For years Ruben Amaro Jr. has said he skirted advanced stats in favor of more old fashioned methods of player evaluations such as the use of the trained human eyes of longtime baseball men. It seems as if that human eye methodology was also used in the evaluation of all of baseball's General Managers and ranks Amaro dead last among them, according to the Sporting News.
Amaro took over for Pat Gillick right after the Phillies won the World Series in 2008, and since then, it has been a direct downhill run. Philadelphia lost the World Series in 2009, lost the NLCS in 2010, lost in the first round in 2011, missed the playoffs in 2012, and fell under .500 in 2013. The next stop could well be last place, but even if the Phillies manage to avoid the cellar, Amaro’s attempts to build a team as if it is still 2008 have been baffling. After a year in which the Phillies were too old and broke down physically, Amaro actually made them older in the offseason. You almost have to double check that Tony Gwynn and John Mayberry are not actually their fathers.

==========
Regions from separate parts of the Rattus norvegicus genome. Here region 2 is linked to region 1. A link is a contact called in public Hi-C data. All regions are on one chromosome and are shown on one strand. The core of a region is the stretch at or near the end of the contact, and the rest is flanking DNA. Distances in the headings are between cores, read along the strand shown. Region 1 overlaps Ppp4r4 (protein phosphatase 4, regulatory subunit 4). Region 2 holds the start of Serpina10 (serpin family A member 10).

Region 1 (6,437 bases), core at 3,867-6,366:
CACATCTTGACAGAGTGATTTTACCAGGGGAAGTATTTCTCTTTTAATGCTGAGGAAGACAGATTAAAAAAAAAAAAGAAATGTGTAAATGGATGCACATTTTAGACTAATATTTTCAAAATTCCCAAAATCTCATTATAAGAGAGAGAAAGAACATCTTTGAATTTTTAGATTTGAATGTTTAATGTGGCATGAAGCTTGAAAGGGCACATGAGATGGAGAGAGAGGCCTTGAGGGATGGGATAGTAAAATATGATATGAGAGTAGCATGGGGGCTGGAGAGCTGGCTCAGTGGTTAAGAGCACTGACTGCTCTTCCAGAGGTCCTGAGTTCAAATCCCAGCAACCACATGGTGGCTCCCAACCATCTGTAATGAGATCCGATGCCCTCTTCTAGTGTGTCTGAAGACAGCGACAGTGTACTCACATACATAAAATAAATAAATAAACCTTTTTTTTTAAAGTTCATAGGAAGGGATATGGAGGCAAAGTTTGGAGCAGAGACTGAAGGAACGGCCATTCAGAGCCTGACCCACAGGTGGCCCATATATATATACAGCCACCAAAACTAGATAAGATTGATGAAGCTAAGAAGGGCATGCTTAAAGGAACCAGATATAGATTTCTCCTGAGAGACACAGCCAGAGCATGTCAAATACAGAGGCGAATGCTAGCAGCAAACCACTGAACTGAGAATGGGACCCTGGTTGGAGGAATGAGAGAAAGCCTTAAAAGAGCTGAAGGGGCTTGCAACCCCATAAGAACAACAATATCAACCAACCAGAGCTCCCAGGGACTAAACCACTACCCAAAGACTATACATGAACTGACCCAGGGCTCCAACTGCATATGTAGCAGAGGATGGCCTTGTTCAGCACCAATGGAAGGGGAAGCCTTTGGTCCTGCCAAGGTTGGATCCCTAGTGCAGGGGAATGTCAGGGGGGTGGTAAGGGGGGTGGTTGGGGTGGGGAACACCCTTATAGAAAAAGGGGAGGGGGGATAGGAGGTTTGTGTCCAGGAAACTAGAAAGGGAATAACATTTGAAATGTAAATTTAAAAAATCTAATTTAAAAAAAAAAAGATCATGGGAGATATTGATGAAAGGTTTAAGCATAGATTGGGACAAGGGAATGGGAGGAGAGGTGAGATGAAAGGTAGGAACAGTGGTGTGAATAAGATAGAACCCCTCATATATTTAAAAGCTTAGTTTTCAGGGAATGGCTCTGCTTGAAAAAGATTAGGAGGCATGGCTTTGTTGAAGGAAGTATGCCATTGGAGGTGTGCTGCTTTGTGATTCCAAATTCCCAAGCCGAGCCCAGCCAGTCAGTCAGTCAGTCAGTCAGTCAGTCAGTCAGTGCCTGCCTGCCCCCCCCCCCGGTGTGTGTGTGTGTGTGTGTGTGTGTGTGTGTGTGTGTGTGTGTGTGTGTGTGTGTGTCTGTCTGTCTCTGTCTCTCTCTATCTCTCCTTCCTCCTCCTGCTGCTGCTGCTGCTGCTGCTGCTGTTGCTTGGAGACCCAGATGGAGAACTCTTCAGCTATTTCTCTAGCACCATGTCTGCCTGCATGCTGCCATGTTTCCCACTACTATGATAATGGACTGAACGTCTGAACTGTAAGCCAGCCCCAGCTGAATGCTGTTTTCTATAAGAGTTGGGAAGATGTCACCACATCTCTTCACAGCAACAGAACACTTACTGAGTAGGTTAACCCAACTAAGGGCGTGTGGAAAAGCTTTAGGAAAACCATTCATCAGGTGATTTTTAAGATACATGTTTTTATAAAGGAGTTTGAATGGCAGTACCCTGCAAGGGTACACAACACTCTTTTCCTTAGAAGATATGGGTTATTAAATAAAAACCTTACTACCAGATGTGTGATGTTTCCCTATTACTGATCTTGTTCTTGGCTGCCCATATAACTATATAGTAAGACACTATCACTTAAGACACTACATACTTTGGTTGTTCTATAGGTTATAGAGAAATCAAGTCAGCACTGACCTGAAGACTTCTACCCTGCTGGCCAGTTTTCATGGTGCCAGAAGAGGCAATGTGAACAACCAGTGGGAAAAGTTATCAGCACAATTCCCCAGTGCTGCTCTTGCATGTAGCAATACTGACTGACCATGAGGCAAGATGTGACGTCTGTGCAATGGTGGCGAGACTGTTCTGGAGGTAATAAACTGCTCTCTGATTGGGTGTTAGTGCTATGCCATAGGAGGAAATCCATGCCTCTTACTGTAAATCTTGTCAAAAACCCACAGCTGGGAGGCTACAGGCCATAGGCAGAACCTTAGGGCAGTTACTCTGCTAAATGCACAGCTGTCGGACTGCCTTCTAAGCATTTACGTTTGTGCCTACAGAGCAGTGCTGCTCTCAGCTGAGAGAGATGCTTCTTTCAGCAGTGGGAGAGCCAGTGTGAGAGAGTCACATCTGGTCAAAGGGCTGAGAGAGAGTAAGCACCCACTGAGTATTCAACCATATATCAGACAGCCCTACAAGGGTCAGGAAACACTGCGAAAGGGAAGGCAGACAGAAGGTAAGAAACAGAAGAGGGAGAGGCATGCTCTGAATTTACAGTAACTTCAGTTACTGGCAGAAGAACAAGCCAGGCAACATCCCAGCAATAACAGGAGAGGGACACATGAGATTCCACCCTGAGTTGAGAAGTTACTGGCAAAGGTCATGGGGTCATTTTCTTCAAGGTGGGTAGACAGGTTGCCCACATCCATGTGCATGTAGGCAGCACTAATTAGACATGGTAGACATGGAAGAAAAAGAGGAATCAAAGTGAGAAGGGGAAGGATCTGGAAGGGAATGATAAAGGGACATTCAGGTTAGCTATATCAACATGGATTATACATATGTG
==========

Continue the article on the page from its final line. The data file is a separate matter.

The decline is hard to argue with no matter what metric you choose. And the resistance to pressing the reset button in an attempt to build a younger core is certainly frustrating.
But the contract that will forever tarnish anything else that Ruben Amaro Jr. does as the GM of the Phillies will always be the Ryan Howard deal. Phils fans are remembered of that albatross all to often as Howard goes down on strikes night after night.
And where are any of the pieces Amaro got back for Cliff Lee when he needed to stock the cupboard? The records of the Phillies minor league affiliates this year are atrocious across the board.
I guess in Amaro's defense, Marlon Byrd is looking like a real nice pick up. Too bad it's not one of the moves he's made that will influence the makeup of this team for years to come.
One thing is certain, what happens with the Phillies prior to the trade deadline this season could shape their future. Whether you like it or not, the guy who ranks dead last among baseball GMs according to one random list will be making those decisions.